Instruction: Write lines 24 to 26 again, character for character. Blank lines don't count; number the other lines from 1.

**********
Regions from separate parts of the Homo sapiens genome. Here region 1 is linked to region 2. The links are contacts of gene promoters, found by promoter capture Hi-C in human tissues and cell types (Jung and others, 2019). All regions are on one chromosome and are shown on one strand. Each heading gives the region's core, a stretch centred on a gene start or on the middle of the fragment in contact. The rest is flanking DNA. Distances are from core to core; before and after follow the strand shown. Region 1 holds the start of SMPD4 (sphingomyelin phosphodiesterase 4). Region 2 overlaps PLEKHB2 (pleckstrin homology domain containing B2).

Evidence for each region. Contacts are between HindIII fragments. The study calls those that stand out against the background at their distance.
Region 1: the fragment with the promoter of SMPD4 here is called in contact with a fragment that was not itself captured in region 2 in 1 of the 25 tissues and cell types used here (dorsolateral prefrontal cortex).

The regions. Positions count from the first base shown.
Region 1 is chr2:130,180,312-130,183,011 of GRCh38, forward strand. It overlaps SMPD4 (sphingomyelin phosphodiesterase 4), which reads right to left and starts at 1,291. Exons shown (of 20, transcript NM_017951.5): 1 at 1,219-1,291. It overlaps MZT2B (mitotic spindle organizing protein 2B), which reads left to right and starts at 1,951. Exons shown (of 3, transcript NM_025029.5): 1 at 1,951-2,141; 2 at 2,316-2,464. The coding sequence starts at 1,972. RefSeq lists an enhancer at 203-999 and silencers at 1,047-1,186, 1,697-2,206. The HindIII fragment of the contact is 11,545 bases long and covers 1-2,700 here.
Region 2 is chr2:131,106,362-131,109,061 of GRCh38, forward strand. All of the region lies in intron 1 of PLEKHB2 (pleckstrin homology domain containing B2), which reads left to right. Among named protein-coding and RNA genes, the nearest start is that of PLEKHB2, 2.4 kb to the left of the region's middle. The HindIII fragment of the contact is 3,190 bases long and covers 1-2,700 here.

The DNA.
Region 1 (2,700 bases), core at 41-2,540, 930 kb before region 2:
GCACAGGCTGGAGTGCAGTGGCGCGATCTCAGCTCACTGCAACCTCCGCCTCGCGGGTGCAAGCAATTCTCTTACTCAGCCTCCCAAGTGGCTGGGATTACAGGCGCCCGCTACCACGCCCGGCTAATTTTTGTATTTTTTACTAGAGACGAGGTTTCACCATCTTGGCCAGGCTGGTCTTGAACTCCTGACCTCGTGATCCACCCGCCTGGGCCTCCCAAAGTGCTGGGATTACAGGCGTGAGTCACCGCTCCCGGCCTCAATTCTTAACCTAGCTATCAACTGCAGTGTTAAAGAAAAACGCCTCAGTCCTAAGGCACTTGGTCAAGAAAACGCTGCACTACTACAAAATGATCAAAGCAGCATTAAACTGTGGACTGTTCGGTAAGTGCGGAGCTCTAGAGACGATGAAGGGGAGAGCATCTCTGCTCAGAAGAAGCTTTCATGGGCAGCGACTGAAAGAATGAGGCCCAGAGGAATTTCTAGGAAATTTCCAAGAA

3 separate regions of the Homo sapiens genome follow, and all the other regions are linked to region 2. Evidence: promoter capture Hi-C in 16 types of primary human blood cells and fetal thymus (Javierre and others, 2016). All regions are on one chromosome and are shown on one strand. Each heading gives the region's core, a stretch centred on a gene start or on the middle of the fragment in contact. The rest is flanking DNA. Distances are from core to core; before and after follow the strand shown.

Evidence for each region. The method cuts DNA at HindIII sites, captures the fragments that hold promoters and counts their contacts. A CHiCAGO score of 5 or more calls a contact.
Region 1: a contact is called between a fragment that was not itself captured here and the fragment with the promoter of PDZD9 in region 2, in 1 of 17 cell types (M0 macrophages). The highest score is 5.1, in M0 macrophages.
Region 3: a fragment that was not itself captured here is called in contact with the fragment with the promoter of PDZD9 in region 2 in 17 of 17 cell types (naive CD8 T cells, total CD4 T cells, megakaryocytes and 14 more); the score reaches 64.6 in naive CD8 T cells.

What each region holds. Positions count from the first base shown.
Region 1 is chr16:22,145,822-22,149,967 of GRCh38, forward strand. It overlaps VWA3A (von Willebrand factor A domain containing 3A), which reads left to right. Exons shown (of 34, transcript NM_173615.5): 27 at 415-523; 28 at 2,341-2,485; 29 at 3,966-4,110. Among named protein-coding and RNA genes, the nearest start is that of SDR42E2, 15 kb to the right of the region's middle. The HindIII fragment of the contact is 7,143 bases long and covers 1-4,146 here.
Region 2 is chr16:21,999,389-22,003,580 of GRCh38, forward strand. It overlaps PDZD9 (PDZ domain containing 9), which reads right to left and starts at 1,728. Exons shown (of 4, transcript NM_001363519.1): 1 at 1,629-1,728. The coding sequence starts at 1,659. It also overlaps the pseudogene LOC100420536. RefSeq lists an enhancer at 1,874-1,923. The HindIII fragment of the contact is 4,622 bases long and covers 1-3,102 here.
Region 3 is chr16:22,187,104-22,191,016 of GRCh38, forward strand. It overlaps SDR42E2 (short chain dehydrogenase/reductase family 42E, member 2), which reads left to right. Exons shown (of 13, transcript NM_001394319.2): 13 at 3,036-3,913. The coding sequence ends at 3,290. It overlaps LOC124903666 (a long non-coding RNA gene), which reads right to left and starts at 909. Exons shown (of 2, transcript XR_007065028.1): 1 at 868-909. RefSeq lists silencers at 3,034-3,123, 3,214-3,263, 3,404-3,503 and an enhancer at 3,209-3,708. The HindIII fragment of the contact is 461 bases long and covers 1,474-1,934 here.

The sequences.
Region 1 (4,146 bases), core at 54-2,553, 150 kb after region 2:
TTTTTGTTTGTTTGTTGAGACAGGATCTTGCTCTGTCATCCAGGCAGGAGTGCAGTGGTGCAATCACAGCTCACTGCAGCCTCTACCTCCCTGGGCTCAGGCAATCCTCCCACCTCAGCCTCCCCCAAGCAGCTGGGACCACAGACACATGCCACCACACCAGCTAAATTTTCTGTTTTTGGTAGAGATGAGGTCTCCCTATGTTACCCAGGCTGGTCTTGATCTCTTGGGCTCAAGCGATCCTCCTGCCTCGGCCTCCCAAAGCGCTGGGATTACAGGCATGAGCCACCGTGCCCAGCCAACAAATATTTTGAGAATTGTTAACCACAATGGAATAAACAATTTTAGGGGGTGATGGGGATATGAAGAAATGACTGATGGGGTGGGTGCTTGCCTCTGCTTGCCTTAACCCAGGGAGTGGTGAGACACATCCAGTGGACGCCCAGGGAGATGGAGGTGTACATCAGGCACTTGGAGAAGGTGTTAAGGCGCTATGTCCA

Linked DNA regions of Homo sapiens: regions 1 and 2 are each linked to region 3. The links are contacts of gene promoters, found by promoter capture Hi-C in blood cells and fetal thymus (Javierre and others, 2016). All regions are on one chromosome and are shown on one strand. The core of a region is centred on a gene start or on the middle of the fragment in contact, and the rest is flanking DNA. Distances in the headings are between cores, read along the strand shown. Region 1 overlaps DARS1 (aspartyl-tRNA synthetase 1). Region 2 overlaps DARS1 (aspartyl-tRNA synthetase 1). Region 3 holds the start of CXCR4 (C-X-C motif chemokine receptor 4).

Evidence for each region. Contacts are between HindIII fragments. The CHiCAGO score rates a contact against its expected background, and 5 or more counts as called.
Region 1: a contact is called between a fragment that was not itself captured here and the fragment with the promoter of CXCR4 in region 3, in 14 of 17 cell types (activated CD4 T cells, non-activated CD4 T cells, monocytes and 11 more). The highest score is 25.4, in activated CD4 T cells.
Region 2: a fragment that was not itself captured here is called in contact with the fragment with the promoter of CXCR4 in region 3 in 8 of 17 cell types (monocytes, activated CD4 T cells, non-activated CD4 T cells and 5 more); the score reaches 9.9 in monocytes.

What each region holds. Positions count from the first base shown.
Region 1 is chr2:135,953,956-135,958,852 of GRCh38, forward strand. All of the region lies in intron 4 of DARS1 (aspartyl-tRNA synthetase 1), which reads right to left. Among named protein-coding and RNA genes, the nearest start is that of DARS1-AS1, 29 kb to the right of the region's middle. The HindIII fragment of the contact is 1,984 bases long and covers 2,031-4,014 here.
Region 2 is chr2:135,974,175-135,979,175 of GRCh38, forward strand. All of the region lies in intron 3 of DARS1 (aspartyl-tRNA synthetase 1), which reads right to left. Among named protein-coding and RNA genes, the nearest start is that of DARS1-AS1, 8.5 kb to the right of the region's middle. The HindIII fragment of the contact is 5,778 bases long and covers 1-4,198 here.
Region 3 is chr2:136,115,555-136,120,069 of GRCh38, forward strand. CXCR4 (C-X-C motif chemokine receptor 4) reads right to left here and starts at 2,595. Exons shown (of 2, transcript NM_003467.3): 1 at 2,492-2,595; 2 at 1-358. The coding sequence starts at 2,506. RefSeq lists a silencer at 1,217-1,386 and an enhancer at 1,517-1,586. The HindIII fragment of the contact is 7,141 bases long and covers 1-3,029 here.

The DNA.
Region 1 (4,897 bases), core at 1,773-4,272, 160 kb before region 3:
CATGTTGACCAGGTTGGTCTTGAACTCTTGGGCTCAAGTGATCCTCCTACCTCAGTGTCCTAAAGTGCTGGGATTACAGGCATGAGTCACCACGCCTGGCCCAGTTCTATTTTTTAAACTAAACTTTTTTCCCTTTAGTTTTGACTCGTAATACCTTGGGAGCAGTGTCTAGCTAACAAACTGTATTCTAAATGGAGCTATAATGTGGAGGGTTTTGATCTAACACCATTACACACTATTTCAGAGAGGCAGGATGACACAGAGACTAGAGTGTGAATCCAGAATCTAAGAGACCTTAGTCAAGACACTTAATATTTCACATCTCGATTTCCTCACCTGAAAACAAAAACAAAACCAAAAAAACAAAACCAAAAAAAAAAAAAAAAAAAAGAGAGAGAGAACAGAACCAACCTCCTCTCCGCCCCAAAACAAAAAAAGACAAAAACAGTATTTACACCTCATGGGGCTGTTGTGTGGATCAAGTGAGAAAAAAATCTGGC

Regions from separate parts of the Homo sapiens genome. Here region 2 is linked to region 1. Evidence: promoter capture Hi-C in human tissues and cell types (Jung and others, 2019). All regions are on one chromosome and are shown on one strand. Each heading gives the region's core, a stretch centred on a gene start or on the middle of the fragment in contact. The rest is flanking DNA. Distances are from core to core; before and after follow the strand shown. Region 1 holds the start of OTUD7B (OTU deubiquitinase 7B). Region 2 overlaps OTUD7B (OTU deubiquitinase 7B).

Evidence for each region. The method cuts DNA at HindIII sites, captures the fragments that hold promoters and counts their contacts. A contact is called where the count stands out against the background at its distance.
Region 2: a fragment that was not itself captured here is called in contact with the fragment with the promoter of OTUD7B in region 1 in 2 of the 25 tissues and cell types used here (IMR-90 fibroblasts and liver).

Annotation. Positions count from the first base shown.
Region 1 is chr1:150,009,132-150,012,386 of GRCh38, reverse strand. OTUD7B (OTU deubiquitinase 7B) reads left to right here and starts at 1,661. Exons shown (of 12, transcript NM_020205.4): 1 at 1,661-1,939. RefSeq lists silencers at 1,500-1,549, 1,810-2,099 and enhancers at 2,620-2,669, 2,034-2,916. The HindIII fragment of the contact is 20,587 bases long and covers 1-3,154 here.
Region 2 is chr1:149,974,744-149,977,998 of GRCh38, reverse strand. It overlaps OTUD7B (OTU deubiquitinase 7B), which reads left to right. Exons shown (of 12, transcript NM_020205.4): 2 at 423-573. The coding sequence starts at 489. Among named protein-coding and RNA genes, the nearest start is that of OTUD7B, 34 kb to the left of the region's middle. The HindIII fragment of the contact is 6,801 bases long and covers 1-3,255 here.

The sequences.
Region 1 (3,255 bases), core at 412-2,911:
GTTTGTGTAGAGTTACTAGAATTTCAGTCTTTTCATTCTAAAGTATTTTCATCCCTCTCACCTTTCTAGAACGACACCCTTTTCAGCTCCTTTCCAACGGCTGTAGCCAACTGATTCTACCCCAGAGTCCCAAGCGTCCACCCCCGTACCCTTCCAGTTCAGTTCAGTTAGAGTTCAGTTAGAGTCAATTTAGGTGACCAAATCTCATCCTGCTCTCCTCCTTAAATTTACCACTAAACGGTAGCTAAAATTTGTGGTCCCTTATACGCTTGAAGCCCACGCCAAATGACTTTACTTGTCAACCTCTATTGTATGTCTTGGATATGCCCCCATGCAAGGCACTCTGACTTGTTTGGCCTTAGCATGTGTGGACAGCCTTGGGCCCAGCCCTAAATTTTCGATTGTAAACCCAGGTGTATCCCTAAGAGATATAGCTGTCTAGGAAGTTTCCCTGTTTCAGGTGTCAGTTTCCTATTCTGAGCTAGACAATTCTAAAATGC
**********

Region 2: a fragment that was not itself captured here is called in contact with the fragment with the promoter of CXCR4 in region 3 in 8 of 17 cell types (monocytes, activated CD4 T cells, non-activated CD4 T cells and 5 more); the score reaches 9.9 in monocytes.

What each region holds. Positions count from the first base shown.
Region 1 is chr2:135,953,956-135,958,852 of GRCh38, forward strand. All of the region lies in intron 4 of DARS1 (aspartyl-tRNA synthetase 1), which reads right to left. Among named protein-coding and RNA genes, the nearest start is that of DARS1-AS1, 29 kb to the right of the region's middle. The HindIII fragment of the contact is 1,984 bases long and covers 2,031-4,014 here.